Veracode also reported that mobile applications had a high rate of cryptographic issues. Those issues occurred in 87 percent of Android apps and 80 percent of iOS apps. "This suggests that while mobile app developers may be aware of the need for cryptography to protect sensitive data and thus use it in their applications, few of them know how to implement it correctly," the report noted.

Mobile apps present developers with more security problems than other kinds of apps. "Mobile devices have additional security issues because they are hyper-connected," Hilwa said. "They are always on and physically roam in many unsecure neighborhoods. This means that data that must be kept secure is always floating in memory, necessitating the use of good encryption to protect it. This means that developers have to take on bigger burdens in mobile app development."

It also means they have to write more code with cryptography. "Crypto is more problematic on mobile because developers have to write more crypto code, and they're not that well educated on how to do that correctly," Wysopal said.

Not only are there many mobile developers undereducated about cryptography, but there are also many more of them that are single-developer operations. "The development process in a single-man shop is very different from development of applications in large corporations, where there are steps taken to ensure that software is secure," noted Slawek Ligier, vice president of engineering for Barracuda Networks, a network security company.

Hit the books, devs

Education and training have a significant impact on the ability of developers to craft secure apps, according to the report. Organizations that invest in e-learning for developers have fix rates 30 percent higher than those that do not make such investments. The report cautioned, however, that the numbers may be influenced by other factors. "[T]his may be correlative rather than causative, since eLearning use is associated with other success strategies such as use of centralized policies, remediation coaching and other aspects of a systematic program," it noted.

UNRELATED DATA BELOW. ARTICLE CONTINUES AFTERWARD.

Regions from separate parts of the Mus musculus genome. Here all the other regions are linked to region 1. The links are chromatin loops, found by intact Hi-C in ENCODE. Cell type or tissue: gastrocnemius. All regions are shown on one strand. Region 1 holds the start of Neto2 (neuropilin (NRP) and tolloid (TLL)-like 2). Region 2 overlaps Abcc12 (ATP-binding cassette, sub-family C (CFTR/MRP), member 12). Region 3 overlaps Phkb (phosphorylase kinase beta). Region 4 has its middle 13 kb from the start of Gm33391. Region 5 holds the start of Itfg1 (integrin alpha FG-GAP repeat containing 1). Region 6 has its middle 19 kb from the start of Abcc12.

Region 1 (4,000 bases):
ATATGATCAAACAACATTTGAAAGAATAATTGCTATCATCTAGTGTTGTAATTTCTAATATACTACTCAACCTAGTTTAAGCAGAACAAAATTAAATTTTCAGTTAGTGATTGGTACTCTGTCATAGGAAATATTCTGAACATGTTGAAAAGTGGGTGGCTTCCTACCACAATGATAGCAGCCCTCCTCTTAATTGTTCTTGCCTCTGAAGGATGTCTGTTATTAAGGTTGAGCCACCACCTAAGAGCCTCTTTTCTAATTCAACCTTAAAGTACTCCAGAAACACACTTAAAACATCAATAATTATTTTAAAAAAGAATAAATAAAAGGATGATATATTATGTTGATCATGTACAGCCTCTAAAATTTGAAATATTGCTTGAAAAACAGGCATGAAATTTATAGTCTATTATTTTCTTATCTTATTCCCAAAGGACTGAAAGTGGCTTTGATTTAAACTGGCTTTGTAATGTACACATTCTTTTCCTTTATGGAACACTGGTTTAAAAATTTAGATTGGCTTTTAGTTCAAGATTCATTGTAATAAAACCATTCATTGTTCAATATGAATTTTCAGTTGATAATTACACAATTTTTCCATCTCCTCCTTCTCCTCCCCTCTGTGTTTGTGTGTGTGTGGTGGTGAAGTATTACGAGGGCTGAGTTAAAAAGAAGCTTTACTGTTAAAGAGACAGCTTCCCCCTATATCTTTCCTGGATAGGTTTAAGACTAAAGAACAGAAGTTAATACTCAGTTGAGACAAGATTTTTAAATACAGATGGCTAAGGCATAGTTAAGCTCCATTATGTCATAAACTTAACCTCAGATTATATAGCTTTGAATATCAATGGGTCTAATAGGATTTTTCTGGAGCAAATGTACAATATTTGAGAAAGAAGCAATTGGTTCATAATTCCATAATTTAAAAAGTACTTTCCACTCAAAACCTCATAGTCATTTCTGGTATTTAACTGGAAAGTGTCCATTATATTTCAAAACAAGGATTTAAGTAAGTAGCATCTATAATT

Security education and training are essential to reduce the risk to software makers after they release an app. "Security is simply the biggest exposure we have today in building apps because it can fire up unpredictably," Hilwa said. "Other app quality or performance failures are easy to assess and generally prevent apps from being broadly deployed. Security lurks as an explosive issue that will haunt an app or a company after it has become widely deployed."

The Veracode report also noted that assessment methods can make a difference in fixing security flaws. For example, vulnerabilities discovered through static analysis have a 28 percent higher fix rate than those found through dynamic analysis. "While no single assessment technology is sufficient to secure an application, understanding the tools’ strengths and weaknesses as it comes to fixing — not just finding — software vulnerabilities is important," the report noted.

Language of malware

Language variations also affected an app's pass rate against common security policies, such as the Open Web Application Security Project's (OWASP) top 10 web application security risks, the report noted. Part of those differences could be attributed to different vulnerability distributions. Nevertheless, the report pointed out that development teams should be aware of the statistical risks for applications written in a particular language when considering the threat model for an application.

Because of how software development is changing, security is in a position to benefit from those changes. "As organizations simultaneously contemplate the shift to continuous delivery and other DevOps innovations, and as they begin to feel the pressure to break their applications apart into smaller, more sustainable units," Wysopal wrote in the report, "they face what could be an ideal moment to help their development teams make decisions to help improve the security of their enterprises."  

Keep learning

Read more articles about: App Dev & TestingSecurity